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Aging in the fast lane is too much to 'bare'

July 15, 2013

As an aging male who believes he can still perform a lot of the same activities he could 20 years ago, I’m somewhat sympathetic to what appears to be a growing elder-stud movement.

True, I’m a little grossed out by the new testosterone craze that’s being advertised on television, whereby men in their 70s and 80s — after a lengthy and highly expensive hormonal regimen — are able to Photoshop their own heads onto bodies of 32-year-old males.

Even more amazing, the wives of the men who ingest this product suddenly get 30 years younger, as the ripped elder statesman and his spouse-babe wink knowingly at each other in the commercial about his “newfound vitality.”

But even if this is true, I’m not sure that the nation needs a new race of Super Geezers, elbowing their way into line at the early bird special and hurling their teeth through department store windows during bouts of post-hurricane looting.

Of course, it’s one thing to be able to fit into the same blue jeans that you wore when you were 12; it’s quite another to put aging envelope pushing into practice.

So you don’t quite know whether to be ecstatic or horrified that over the weekend Morgan Shepherd, 71, became the oldest man to drive in NASCAR’s Sprint Cup series.

Now right off, I want you to know, if you are looking for a bunch of crude, lowbrow, old-person jokes — like how he drove the whole race with his left blinker on — you have come to the right place.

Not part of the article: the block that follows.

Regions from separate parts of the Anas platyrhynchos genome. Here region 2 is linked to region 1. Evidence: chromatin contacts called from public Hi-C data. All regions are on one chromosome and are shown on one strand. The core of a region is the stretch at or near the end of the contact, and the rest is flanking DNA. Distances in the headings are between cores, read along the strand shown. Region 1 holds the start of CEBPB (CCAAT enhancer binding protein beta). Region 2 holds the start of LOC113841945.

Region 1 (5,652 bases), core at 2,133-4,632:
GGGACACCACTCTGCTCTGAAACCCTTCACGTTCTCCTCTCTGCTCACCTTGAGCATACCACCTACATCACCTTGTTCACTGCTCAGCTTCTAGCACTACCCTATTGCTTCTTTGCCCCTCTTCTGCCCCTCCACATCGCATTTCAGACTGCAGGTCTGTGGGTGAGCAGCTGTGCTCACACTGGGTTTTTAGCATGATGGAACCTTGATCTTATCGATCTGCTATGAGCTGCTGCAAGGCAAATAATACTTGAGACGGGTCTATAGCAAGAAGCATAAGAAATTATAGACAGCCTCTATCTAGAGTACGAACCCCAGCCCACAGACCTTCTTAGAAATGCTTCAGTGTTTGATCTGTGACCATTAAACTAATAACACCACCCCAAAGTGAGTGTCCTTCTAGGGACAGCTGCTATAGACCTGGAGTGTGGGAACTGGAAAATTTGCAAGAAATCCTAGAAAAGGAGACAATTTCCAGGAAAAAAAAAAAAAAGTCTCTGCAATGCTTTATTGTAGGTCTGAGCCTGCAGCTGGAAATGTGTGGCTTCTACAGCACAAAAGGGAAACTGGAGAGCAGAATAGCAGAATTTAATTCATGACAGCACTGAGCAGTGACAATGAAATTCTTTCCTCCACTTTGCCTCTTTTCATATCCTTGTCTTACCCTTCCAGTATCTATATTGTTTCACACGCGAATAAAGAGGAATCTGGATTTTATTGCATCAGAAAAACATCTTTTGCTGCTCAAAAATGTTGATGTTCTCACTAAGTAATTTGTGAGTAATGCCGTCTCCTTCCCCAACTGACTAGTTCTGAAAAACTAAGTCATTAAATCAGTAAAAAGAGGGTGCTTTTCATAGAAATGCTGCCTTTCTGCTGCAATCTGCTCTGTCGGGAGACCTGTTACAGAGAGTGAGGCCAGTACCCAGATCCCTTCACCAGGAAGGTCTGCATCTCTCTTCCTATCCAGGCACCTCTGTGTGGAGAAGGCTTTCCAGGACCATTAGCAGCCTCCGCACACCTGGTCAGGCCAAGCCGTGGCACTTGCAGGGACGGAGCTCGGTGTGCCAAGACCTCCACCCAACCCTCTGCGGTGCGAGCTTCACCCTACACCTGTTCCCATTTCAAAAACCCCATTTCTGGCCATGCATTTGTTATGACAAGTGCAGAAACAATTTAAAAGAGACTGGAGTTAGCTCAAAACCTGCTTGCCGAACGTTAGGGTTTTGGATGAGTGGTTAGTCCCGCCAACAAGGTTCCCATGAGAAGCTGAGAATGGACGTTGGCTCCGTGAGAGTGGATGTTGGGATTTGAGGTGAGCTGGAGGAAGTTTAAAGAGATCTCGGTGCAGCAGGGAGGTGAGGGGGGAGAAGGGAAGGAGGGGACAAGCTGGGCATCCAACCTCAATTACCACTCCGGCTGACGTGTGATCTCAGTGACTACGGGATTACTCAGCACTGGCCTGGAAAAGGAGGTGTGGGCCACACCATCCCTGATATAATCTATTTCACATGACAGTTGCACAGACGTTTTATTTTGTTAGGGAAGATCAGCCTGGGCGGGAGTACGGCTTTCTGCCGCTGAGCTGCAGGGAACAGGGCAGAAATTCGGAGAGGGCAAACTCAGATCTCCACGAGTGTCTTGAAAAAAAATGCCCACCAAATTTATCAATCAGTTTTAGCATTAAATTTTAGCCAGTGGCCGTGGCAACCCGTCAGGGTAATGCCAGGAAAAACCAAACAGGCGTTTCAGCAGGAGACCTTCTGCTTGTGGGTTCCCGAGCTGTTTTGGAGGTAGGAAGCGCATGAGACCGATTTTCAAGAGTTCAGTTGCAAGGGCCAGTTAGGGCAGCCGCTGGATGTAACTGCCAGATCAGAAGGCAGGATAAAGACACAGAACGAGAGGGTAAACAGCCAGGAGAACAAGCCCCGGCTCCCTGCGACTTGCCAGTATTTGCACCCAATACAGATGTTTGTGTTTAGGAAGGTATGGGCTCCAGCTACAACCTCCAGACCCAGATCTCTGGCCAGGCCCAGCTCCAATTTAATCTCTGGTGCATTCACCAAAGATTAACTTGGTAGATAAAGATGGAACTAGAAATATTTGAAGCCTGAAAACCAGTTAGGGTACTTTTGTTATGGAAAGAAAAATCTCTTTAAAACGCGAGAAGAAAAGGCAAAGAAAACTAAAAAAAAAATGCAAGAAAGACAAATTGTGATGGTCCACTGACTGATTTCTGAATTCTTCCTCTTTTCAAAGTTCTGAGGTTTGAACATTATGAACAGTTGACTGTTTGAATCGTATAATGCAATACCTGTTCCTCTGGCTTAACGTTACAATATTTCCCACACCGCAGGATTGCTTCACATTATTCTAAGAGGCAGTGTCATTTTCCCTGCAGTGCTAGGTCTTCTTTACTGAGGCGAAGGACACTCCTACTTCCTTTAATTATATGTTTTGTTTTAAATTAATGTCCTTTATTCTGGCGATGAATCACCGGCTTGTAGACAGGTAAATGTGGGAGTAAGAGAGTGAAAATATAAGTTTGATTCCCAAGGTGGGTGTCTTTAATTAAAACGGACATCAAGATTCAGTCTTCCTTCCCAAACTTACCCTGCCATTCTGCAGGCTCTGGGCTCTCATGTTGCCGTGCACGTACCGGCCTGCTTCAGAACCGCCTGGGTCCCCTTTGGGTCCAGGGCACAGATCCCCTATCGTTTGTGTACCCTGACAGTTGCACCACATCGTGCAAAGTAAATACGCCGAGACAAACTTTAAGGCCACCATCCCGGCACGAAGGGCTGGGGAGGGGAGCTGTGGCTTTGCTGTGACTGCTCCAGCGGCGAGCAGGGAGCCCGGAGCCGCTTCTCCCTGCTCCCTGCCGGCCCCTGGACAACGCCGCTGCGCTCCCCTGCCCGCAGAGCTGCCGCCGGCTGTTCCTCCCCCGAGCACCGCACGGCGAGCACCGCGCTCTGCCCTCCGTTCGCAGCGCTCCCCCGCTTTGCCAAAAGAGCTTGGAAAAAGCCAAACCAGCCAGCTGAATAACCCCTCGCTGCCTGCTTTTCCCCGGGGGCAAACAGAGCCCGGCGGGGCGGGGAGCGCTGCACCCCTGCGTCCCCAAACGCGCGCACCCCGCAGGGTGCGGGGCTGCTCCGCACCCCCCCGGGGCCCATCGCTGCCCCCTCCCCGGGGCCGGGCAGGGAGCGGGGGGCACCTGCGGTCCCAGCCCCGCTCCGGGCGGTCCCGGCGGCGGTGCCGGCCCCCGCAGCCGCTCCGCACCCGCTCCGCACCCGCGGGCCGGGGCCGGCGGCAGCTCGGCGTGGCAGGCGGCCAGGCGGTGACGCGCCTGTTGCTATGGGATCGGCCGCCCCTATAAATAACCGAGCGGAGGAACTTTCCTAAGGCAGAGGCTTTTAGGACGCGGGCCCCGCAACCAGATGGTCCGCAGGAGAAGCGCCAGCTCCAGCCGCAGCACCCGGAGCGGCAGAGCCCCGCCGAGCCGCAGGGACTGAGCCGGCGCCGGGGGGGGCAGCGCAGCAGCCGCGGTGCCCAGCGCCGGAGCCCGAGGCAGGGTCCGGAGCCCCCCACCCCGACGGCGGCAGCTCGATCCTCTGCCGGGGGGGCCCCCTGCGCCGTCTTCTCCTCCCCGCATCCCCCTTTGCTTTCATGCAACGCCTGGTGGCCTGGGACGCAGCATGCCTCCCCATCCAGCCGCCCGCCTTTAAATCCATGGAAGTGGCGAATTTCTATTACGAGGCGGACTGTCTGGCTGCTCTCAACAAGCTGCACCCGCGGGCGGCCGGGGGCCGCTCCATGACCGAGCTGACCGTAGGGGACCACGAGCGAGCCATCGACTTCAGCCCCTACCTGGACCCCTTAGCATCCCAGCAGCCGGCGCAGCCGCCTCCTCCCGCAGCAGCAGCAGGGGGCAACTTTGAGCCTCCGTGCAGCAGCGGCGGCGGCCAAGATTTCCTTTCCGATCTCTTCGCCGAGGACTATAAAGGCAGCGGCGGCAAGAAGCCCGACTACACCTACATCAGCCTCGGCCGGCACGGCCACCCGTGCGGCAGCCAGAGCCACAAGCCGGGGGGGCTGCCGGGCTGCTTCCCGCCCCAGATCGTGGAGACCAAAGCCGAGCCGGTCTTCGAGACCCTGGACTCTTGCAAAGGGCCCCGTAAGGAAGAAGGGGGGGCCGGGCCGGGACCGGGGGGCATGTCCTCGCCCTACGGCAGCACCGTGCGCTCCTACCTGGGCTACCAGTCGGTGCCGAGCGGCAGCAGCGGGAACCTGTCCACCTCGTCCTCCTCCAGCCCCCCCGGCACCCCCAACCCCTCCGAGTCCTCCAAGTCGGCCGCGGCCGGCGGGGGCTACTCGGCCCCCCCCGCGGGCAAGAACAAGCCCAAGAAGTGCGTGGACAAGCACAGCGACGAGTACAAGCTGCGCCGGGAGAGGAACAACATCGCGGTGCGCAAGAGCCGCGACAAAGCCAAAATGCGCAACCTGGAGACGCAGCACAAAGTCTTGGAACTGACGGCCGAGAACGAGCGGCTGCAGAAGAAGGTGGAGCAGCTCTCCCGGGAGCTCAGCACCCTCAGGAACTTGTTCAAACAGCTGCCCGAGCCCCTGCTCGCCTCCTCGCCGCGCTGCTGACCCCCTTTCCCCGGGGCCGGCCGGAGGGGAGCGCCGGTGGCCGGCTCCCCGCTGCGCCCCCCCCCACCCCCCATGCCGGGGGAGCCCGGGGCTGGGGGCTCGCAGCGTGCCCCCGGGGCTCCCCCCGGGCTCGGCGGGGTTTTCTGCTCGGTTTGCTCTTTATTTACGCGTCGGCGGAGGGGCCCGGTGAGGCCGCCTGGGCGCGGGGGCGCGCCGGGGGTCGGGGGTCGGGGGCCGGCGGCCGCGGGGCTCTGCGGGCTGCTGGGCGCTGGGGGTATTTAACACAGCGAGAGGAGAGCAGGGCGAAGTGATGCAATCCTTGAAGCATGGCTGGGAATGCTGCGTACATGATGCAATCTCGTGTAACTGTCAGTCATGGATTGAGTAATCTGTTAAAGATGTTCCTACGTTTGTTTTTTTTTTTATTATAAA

Shepherd hoped to complete the 301-lap race, but had to leave after 92 laps to catch an episode of “Matlock.”

Actually, I kid because I’m jealous. As I get older, my average vehicular speed is dropping off a cliff. Speed cameras present no real hazard because I routinely find myself trolling along at 5 mph below the posted limit. To be on the north side of 70 and hitting speeds of 200 mph is the stuff of legends.

But I have less sympathy for 77-year-old golfer Gary Player, who posed naked for the new edition of ESPN’s The Body magazine.

A “nekkid,” 77-year-old man? Ew. I’m not gonna look, I’m not gonna look, I’m not gonna look.

OK, I looked. Wish I hadn’t. I take it this issue of The Body is a knockoff of Sports Illustrated swimsuit edition, and I understand they probably need to do something to gin up interest.

However, I question management on this one. I for one, will never look at this particular magazine again. The scars are that deep.

First, two words that never should be mentioned in the same breath are “nude” and “golf.”

I understand there are attractive golfers, and I understand that it’s not like 30 years ago when you had to have a beer gut before they would let you into the clubhouse.

But on the sex-appeal list, golf ranks somewhere between plumber and journalist. Yeah, I heard a lot of people say, “He looks really good.” But they were using that same tone of voice that’s normally reserved for grade-school horn recitals and open caskets.

If this is a one-shot deal, fine. But knowing the nation’s herd mentality as I do, I fear that anyone looking for publicity for anything, be it car races or media outlets, will now turn to the aging population to shill for their product or event.

Maybe you want to see “Geriatric Jeopardy” with Hugh Downs seeing if people in their 90s can remember how many stars are on the American flag. Maybe you want to see June Lockhart on a yogurt cup, but not me.

I view aging as a certified, legitimate excuse to slow down, and I plan to take full advantage of it.

Tim Rowland is a Herald-Mail columnist. He can be reached at 301-733-5131, ext. 6997, or via email at timr@herald-mail.com.


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